In the hustle and bustle of the 2007 holiday shopping season many hip-hop consumers overlooked the December 18th release of “10 Years of Bling” from Cash Money Records. They’re not alone since the review staff of double R overlooked this compilation too. From looking at the lineup of “Vol. 1” there’s no doubt the album included some of the biggest hits in CM’s history – “Bling Bling” by B.G., “Tha Block Is Hot” by Lil Wayne, “Get Your Roll On” by the Big Tymers and more. Juvenile however is conspicuous by his absence – no songs attributed to him as an artist whatsoever. Despite a very public falling out with his former label he put Cash Money on the map with hits like “Ha” and “Mamma Got Ass” not to mention the ubiquitous “Back That Azz Up.” One would also suspect that in “10 Years” they could come up with more than 11 songs for a compilation album, which may have left the few who did get “Vol. 1” when it was released feeling shortchanged by their purchase.
“10 Years of Bling Vol. 2” is an ideal opportunity to improve upon the first volume by providing more bang for the back and a more comprehensive selection of Cash Money’s hits. They’ve addressed one of those issues by providing 15 songs this time instead of just 11, although Juvenile is STILL conspicuously absent from this compilation. Bryan ‘Baby’ Williams undoubtedly feels the easiest way to avoid having to give Juvenile even a dime of his money is to not include any song he ever recorded or appeared on. The problem is that as the CEO of Cash Money he should be above being that petty particularly given that this cuts a huge swath of the CM library out, including songs Baby himself appears on. Big Tymers “Drop it Like It’s Hot” and “#1 Stunna” both failed to make the cut on either volume of “10 Years,” and Juvenile appears prominently in both. Don’t expect any Hot Boys songs either, which is odd given “We on Fire” includes Juvenile but “I Need a Hot Girl” doesn’t.
While one could argue the culling of songs for these releases is somewhat shady as a result, perhaps outright inconsistant, there’s actually a VERY consistant theme to both albums – push Baby and Lil Wayne as the label’s biggest star. There’s little argument about Weezy’s superstar status in 2008, but the degree to which he and Birdman dominate “Vol. 2” seems like a blatant attempt to rewrite history. 13 of 15 songs total feature one or both, while 9 out of 15 songs can be directly attributed to either of the two (Baby’s total includes any performance as part of Big Tymers). If the songs that have nothing to do with either one seem laughable it’s entirely by design. Nobody will be buying “10 Years of Bling Vol. 2” to get Teena Marie’s “I’m Still in Love” or Currency’s “Where Da Cash At.”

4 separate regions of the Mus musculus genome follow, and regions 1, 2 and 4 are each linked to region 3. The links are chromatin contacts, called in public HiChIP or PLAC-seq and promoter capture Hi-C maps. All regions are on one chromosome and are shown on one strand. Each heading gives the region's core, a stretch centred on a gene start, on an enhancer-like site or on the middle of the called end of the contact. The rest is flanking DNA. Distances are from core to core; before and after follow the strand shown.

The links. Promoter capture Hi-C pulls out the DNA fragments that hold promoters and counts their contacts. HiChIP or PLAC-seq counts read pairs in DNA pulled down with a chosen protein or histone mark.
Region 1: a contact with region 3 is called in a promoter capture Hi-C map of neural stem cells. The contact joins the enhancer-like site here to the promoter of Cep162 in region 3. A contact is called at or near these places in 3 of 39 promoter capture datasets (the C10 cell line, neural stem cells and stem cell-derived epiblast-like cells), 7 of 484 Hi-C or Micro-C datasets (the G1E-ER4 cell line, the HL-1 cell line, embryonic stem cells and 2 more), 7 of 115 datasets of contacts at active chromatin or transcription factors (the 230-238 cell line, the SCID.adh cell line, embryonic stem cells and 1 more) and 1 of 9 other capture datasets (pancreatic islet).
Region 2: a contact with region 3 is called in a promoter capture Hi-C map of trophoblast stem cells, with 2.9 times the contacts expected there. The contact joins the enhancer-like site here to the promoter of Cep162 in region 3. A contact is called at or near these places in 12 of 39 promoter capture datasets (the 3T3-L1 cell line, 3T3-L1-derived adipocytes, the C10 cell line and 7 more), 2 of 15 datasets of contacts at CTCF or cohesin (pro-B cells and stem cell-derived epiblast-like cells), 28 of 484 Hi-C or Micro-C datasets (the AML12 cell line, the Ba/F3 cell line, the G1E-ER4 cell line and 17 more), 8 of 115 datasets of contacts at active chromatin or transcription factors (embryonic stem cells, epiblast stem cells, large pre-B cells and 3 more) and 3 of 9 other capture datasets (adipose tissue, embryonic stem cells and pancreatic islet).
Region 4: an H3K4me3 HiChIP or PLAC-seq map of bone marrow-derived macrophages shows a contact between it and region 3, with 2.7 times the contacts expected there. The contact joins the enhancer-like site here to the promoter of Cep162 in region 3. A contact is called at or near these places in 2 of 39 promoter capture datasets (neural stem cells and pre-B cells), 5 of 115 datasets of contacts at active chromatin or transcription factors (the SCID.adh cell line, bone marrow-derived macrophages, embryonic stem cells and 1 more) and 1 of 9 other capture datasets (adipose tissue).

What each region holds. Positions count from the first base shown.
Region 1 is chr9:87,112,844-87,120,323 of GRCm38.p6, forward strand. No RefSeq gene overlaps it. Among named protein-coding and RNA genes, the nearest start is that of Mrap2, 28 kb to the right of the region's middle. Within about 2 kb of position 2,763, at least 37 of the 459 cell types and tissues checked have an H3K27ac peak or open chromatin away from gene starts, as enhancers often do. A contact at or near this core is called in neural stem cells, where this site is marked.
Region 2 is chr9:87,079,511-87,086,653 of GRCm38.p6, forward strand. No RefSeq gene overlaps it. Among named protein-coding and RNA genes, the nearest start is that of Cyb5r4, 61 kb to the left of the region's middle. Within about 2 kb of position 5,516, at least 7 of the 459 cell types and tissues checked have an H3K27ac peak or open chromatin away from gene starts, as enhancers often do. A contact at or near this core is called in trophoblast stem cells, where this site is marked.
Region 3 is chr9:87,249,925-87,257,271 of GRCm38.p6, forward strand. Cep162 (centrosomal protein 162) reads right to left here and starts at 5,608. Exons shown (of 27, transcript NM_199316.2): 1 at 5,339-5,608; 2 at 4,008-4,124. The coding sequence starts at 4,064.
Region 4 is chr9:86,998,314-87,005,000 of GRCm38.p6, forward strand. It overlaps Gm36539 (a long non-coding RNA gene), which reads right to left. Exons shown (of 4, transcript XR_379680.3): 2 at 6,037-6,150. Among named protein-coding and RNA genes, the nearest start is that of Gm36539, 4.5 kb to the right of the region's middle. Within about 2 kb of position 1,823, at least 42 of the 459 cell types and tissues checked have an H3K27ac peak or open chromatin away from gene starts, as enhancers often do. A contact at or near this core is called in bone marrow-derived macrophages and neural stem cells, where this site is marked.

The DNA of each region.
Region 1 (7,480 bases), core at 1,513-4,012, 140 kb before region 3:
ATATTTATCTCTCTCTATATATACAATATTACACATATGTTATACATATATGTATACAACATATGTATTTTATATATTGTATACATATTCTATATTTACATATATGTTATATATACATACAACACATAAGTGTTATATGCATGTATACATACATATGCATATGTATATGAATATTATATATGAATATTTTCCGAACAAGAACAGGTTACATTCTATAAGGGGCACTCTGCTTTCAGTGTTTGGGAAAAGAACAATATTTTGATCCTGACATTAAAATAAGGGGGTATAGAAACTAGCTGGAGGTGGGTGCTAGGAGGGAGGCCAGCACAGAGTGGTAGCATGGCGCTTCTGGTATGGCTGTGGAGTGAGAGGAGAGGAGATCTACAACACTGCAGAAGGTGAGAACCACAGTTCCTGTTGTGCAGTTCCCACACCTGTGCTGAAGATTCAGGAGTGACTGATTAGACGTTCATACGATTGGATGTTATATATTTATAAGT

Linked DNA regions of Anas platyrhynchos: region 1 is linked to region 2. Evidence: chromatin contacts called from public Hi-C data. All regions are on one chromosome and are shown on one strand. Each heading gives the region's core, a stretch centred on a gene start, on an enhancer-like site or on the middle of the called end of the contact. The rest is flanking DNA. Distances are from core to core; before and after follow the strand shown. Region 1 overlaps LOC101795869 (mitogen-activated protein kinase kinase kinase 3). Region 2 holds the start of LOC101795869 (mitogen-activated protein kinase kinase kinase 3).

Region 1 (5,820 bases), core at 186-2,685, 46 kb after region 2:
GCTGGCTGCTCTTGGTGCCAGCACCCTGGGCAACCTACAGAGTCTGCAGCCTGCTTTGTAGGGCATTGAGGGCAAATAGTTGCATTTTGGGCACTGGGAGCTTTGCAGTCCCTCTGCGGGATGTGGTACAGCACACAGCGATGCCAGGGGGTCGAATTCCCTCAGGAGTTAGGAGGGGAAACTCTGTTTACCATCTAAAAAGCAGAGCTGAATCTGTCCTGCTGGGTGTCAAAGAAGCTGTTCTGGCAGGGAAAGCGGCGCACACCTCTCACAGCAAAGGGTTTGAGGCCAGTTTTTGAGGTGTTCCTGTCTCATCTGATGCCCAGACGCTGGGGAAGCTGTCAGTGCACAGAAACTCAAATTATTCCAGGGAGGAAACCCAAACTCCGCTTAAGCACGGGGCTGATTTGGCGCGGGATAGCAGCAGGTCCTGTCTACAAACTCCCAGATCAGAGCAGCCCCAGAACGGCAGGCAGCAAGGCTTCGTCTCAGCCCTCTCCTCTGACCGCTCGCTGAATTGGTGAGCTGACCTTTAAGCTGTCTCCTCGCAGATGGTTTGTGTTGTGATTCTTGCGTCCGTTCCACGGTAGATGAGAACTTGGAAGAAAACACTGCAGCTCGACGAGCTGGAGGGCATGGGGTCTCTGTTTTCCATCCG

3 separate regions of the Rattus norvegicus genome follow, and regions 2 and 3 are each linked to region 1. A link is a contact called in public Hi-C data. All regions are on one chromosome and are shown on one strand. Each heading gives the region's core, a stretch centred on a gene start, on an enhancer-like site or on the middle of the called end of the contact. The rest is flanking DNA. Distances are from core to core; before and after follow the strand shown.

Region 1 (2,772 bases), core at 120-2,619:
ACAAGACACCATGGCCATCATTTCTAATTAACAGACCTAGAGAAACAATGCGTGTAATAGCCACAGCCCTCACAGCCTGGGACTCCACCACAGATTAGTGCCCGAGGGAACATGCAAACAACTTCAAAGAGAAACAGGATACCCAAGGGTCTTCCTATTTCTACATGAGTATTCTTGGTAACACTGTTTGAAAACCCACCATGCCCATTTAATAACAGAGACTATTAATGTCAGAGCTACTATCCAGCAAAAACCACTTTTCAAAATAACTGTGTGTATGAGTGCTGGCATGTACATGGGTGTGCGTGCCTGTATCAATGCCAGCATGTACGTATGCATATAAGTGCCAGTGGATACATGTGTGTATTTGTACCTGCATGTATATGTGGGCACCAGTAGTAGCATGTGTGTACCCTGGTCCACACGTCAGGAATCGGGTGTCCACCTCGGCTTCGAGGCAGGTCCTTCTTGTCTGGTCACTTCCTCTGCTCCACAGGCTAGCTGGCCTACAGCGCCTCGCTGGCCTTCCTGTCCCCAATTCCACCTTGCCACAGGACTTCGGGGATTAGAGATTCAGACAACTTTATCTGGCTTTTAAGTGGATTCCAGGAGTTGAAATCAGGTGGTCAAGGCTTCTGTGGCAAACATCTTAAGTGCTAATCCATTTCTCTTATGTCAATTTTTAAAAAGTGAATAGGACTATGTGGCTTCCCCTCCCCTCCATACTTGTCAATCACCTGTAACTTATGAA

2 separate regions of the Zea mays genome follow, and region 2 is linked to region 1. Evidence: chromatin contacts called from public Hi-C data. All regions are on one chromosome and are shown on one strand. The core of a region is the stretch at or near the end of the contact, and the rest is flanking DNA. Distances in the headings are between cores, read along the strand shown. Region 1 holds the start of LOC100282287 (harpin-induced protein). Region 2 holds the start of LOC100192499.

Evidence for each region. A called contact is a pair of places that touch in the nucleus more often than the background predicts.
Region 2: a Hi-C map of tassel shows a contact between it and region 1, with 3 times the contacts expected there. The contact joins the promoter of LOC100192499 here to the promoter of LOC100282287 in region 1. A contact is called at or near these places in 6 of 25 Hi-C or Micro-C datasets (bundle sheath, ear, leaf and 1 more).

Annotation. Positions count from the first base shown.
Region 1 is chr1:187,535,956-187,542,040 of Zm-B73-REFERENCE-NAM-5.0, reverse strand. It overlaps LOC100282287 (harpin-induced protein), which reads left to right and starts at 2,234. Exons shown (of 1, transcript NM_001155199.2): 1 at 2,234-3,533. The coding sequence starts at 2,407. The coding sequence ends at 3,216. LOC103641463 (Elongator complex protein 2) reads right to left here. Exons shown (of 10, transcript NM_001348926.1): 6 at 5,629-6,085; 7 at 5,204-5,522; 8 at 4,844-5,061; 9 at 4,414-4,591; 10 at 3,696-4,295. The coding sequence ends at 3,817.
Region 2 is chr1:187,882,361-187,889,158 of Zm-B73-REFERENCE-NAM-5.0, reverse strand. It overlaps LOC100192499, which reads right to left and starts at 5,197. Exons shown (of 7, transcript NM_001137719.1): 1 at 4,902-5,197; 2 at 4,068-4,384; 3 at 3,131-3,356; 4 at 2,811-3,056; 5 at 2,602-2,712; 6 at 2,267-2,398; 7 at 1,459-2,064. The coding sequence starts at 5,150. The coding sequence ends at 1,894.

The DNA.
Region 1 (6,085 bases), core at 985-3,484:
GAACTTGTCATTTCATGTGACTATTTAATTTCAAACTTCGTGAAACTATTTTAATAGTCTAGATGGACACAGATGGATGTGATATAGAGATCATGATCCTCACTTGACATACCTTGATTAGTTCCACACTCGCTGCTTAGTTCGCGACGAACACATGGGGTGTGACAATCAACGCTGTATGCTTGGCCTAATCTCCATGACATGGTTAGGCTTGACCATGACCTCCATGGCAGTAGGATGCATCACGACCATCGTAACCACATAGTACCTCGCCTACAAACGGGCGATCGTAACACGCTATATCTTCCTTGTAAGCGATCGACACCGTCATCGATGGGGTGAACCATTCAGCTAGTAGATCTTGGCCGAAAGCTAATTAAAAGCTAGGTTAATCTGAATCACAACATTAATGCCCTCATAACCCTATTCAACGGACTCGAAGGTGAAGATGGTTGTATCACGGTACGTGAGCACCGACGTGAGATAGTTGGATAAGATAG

You don’t have to look hard to see the picture they’re painting given the brush has such large strokes. Cash Money’s view of themselves in 2008 is that Baby and his “adopted son” Wayne are solely responsible for their imprint’s success while B.G., Juvenile and Turk are barely acknowledged as ever having existed at all. While B.G. at least got “Bling Bling” on the last edition he’s not to be found anywhere here. What’s really silly about this vendetta against his former artists is that Baby is only hurting himself since Wayne’s fans won’t need either of these comps – they’ll already own most of his catalogue’s hits and could easily purchase the few they don’t a la carte. Given that Baby is at best a subpar rapper (a slightly charismatic delivery paired with mediocre rhymes) it’s not good for him to hog so much of the spotlight here, especially given that as CEO he still gets paid even if he’sNOT prominently featured on every song. There are some good songs on “Vol. 2” including “What Happened to That Boy” featuring Clipse, “Shooter” by Wayne and Robin Thicke and the delusionally nepotistic “Stuntin Like My Daddy” but there’s still almost no reason to buy this CD. If either volume had truly shown what “10 Years of Bling” were about at Cash Money Records these would be great compilations, where in fact they are poor attempts to recycle a library of already released material for profit. There are no exclusives on “Vol. 2” and just as many duds as classics, and too much Birdman for any one man to listen to. Save your money and put three gallons of gas in the tank of your car.